A storm of insider sales, political risk in Germany and Europe, and potential supply constraints have driven First Solar (FSLR)) down from a high of $317 last month to under $250. Many analysts dismiss these issues, but increased competition may be the most pressing concern (WSJ):
With increased competition, First Solar’s cost advantages are disappearing:
“We believe the company is vulnerable to new thin-film entrants and a potentially large drop in manufacturing costs for traditional solar makers,” wrote Kaufman Bros. analyst Theodore O’Neill in a May 27 note. The analyst started coverage of the stock with a “hold” rating, saying First Solar’s valuation is “deserved” in light of its strong financial performance but that market-share gains would be limited.
FSLR may not have the thin-film market to itself much longer:
Applied Materials Inc., the semiconductor-equipment maker, has begun aggressively selling equipment for making thin-film panels and has announced billions of dollars worth of contracts from companies that are looking to compete with First Solar.
If not Applied Materials (AMAT), then someone else will make it work:
“It isn’t yet known if the Applied-equipped solar makers can match the production cost of First Solar. There’s a chance it may take years to perfect,” Mr. O’Neill said. “But given the efforts being made by equipment makers around the world, it would appear to be only a matter of when, not if, others can make thin-film solar work.”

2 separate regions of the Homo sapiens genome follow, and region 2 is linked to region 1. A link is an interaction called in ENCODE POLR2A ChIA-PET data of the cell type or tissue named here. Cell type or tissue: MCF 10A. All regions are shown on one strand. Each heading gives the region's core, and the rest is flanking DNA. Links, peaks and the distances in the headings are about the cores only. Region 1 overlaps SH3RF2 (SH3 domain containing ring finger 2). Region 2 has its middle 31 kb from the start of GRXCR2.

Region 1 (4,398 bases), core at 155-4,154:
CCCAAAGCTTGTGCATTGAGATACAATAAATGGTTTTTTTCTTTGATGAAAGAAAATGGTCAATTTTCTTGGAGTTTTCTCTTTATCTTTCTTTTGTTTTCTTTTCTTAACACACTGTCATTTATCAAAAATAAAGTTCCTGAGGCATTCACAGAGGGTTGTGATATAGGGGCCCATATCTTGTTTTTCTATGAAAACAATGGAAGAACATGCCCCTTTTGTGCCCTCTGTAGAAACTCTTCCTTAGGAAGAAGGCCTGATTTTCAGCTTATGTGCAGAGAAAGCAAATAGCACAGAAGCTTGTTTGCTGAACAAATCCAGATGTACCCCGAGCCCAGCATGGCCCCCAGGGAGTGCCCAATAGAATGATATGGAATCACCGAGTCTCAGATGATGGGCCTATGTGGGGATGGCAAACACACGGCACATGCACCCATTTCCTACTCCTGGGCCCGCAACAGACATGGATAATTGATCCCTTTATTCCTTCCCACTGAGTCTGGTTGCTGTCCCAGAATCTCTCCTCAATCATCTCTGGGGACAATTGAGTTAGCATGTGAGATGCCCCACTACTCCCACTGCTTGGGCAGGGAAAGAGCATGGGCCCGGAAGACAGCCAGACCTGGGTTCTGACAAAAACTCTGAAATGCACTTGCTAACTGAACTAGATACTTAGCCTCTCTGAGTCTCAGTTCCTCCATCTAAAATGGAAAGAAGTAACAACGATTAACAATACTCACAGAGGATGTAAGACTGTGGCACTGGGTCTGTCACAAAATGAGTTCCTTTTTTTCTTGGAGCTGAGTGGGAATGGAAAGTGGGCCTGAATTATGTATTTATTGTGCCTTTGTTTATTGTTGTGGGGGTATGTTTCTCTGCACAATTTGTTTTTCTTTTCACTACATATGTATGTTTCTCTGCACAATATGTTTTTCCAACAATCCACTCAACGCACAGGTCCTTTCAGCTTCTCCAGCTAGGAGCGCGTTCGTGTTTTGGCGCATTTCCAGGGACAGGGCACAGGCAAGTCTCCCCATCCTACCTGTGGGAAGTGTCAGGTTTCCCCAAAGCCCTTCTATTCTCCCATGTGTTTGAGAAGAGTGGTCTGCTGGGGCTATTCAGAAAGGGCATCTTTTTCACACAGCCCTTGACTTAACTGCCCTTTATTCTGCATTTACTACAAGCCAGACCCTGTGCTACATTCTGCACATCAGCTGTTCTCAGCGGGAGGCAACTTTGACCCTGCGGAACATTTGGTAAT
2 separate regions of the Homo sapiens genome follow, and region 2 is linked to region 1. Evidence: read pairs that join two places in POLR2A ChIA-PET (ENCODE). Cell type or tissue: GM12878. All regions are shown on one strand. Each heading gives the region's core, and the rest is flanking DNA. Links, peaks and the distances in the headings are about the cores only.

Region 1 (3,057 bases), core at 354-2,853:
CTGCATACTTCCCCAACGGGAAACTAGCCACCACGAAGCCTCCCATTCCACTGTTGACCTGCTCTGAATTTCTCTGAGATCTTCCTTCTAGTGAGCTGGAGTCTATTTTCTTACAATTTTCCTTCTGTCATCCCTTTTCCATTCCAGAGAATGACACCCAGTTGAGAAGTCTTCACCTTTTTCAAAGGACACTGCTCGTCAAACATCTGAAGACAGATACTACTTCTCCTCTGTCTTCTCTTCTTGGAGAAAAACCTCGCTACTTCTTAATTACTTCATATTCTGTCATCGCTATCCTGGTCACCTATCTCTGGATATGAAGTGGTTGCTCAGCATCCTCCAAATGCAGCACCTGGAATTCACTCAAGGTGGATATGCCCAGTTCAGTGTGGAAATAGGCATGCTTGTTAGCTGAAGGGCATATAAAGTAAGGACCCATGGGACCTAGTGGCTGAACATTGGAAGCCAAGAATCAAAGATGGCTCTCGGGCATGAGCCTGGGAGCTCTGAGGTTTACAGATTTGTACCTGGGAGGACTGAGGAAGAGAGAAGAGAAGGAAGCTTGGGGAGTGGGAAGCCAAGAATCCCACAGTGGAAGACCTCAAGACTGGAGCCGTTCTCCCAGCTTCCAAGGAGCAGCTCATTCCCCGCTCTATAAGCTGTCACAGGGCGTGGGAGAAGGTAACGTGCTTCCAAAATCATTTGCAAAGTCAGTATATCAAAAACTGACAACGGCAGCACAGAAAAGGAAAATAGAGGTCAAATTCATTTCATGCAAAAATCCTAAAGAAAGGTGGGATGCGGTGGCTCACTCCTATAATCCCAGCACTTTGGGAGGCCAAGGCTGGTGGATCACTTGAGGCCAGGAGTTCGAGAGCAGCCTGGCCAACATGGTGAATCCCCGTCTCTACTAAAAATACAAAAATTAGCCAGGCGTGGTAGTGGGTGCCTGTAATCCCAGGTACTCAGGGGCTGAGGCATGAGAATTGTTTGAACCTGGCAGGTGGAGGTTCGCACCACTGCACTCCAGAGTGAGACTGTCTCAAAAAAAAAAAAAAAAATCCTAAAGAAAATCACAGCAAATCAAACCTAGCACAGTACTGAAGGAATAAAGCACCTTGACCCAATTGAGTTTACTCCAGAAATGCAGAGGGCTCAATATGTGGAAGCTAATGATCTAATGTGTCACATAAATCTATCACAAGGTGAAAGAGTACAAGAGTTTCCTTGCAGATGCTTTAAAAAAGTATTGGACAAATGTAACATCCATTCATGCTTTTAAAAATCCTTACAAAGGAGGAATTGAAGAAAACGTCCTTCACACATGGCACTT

Eventually, increased competition could be positive for the entire solar sector, but this will likely take a while:
Indeed, any pressure could be short-lived if lower prices spur more sales for everyone and yield better economies of scale. Cheaper solar panels would help achieve grid parity, a milestone that industry players and watchers widely believe will spur demand for solar panels. That day could also be closer at hand, thanks to rising prices for natural gas, which fuels some power plants and could inflate grid prices.
Grid parity might also make investing in solar stocks such as First Solar a more comfortable undertaking. Currently, solar stocks are regularly tipped and tossed by news of oil-price changes and government moves to set subsidies to encourage the use of solar energy.
With First Solar still trading at an astronomical 30x revenue, the short-term risks would appear to outweigh the reward.
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